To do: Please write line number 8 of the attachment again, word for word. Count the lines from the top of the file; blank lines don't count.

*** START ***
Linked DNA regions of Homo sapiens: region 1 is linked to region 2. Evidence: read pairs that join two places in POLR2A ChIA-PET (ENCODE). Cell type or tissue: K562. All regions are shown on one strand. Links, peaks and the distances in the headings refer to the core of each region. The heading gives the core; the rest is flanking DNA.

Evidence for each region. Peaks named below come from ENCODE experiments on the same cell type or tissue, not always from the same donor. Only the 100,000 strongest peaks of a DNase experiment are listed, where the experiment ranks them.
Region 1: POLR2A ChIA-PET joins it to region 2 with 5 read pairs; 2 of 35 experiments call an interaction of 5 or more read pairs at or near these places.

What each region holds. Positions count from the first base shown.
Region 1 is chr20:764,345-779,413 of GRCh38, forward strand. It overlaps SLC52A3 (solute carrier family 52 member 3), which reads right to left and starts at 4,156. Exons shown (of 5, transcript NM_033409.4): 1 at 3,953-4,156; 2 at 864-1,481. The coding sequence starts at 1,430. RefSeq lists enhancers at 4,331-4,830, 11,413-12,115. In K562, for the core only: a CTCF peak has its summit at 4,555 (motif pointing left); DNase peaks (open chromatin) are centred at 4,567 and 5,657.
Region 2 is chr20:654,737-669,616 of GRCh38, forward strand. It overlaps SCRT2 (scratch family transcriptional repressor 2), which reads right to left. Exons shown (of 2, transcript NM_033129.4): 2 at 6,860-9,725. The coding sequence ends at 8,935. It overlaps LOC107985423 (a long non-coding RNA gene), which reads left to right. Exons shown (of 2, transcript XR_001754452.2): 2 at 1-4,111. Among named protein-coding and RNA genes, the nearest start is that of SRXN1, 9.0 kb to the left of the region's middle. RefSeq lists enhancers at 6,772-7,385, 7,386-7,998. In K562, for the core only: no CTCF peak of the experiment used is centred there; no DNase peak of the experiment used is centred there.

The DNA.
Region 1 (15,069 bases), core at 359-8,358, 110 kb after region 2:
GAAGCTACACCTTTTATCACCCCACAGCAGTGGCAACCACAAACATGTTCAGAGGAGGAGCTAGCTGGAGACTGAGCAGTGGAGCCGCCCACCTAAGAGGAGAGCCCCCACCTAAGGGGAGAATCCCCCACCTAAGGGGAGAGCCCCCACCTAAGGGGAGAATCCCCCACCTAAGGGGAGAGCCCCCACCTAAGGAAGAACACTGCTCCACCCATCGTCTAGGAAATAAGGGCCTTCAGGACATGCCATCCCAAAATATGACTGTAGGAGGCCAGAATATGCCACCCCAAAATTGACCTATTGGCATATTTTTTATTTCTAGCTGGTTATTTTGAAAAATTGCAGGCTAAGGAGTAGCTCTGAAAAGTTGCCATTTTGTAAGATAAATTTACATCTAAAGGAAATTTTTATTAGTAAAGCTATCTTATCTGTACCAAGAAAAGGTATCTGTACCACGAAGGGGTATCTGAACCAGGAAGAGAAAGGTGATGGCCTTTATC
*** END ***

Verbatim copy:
Region 1 (15,069 bases), core at 359-8,358, 110 kb after region 2: